The Winged Wheel Patch

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The Winged Wheel Patch: History of the Canadian Military Motorcycle and Rider
Book Winged Wheel Patch.jpg
Author Max Burns and Ken Messenger
Publisher Vanwell Publishing Limited
Publication date 1993
Media type Hardcover
Pages 162
ISBN 0-920277-85-3

A collection of anecdotal memories of riders from many different units, also featuring a large number of photographs, and a section on the technical details of the various motorcycles.

Author's Description[1]

The Winged Wheel Patch is more than a book about military motorcycles. Not long into the twentieth century, the motorcycle and its rider became an integral part of Canada's military establishment, a fact that has largely been overlooked by both motorcycle buffs and historians. Dedicated bike enthusiasts tend to focus solely on the machine, forgetting that the motorcycle more than any other vehicle is inseparable from its operator. In motion, the two are interdependent, like Siamese twins.

Historians tend to treat both rider and machine as quaint sideshows, like the clown at a rodeo or the cartoon before the feature. Yet, as readers can judge for themselves, in the theatre of conventional warfare the motorcycle and rider formed as much a part of the feature as the tanks and infantry, the bombs and bullets, and the dead and survivors.

The Winged Wheel Patch is not a review of Canada's military role in the twentieth century. Instead, it is an attempt to fill in some of the motorcycle and rider "missing links" apparent in the documentation of that history. While a regiment's history can be traced with relative ease, Despatch Riders (DRs) and other military motorcyclists became lost in the paper work they delivered with such dedication. In 1985, spurred into action out of a mutual interest in vintage motorcycling, Ken Messenger and Max Burns began collecting snippets of information scattered throughout countless books, dusty war diaries, and memories of military riders.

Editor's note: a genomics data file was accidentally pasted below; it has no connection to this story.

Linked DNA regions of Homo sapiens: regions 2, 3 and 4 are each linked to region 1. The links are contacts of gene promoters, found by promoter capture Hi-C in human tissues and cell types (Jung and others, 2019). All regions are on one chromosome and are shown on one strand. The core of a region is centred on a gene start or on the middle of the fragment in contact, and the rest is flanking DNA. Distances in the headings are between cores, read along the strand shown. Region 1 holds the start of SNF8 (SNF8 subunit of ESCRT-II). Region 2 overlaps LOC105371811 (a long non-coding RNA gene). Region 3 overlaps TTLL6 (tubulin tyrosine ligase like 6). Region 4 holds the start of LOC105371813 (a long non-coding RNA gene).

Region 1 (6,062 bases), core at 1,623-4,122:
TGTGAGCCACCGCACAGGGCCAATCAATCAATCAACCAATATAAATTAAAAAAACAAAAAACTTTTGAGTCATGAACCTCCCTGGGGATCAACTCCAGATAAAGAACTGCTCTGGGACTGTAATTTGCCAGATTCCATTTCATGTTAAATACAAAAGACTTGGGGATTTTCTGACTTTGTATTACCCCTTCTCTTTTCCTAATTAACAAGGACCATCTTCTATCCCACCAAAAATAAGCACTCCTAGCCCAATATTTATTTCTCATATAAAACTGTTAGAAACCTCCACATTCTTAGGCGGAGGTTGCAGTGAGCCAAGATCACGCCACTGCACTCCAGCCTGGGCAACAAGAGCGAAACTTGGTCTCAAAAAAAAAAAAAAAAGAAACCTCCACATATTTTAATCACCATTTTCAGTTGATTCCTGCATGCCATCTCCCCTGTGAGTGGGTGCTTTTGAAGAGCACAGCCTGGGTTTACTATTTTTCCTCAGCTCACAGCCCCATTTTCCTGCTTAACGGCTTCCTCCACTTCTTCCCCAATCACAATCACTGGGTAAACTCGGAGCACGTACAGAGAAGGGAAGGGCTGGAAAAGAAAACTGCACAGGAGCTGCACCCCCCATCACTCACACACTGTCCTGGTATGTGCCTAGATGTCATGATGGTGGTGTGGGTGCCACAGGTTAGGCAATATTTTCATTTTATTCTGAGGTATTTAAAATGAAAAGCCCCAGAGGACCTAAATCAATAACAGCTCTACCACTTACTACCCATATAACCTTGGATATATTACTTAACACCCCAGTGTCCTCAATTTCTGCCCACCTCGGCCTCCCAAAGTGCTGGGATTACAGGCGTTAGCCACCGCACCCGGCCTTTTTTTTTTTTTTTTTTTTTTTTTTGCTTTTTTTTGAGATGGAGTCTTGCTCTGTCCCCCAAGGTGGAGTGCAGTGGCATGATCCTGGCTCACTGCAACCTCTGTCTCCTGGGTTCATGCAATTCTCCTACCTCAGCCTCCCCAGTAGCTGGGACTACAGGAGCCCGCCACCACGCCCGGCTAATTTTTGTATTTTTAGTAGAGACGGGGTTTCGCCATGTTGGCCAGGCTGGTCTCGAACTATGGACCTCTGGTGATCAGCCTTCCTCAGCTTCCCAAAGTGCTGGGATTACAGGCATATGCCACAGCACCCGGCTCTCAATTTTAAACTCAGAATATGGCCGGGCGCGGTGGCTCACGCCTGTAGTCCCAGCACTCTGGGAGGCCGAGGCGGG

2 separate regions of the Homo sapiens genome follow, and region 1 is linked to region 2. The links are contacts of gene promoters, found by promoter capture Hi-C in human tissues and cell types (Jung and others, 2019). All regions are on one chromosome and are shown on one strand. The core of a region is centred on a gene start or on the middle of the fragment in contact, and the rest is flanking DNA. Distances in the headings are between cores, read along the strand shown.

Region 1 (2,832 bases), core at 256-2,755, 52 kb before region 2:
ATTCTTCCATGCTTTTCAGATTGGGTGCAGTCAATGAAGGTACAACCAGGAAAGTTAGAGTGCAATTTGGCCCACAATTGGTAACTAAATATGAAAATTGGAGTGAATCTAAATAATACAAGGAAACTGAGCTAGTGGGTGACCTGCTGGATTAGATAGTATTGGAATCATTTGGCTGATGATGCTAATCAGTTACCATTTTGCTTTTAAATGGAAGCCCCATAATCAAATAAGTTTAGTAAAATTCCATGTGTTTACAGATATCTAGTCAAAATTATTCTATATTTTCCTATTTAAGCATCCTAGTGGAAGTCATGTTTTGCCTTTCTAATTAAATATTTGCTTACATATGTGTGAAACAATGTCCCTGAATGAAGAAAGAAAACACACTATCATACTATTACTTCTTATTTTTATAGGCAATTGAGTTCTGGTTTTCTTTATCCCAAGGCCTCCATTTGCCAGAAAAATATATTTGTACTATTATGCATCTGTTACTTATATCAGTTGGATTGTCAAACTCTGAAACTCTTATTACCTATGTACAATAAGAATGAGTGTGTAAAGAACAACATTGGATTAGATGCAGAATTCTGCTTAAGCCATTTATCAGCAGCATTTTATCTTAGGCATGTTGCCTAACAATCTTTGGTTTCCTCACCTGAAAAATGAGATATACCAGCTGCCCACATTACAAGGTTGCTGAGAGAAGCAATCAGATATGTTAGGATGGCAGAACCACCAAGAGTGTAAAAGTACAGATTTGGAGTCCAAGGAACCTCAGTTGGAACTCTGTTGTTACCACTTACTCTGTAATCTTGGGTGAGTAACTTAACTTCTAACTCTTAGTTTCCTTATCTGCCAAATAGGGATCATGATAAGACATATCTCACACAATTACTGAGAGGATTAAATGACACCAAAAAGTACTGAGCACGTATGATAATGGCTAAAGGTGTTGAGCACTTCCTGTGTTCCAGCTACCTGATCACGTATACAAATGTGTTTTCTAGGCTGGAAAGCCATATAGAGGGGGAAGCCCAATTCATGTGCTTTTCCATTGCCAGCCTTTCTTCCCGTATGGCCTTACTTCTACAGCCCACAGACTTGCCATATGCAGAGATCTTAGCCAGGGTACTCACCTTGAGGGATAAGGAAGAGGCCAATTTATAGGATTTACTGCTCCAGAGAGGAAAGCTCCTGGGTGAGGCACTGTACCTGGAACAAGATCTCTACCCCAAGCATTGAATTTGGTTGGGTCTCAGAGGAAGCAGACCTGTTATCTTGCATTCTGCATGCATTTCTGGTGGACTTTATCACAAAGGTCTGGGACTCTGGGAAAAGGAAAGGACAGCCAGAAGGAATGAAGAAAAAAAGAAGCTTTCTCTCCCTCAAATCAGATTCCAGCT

Originally they had hoped to gather enough data to put together a cursory look at the Canadian military motorcycle. But during the six years they ended up investing into the work, it developed into much more. They observed an overwhelming feeling among the veterans who answered Ken's and Max's requests for information that the DR's contribution to the nation had been for the most part ignored. Ken and Max could not help but agree.

"It is not our intention to glorify these soldiers or the wars they participated in," the book states in the preface. "The futility of humanity's conflicts is readily apparent. What is perhaps not so obvious is that when the veterans in this book went to war, they did so firmly believing that what they were doing was right, that the sacrifices they made were for the benefit of future generations, generations to which we the authors and our children belong. The close comradeship that evolves from facing death with a friend, the strength of a nation united in cause, the sheer right of it all is rarely duplicated outside a theatre of war. Those who survived the wars brought back memories framed in time and injuries to a world that would not, and could not, understand."

So the authors aimed for two goals with this book—to document the history of the military motorcycle and rider in a manner more accurate and detailed than any effort to cover the subject to date, regardless of the nation addressed, and to say thanks. No glory, just thanks.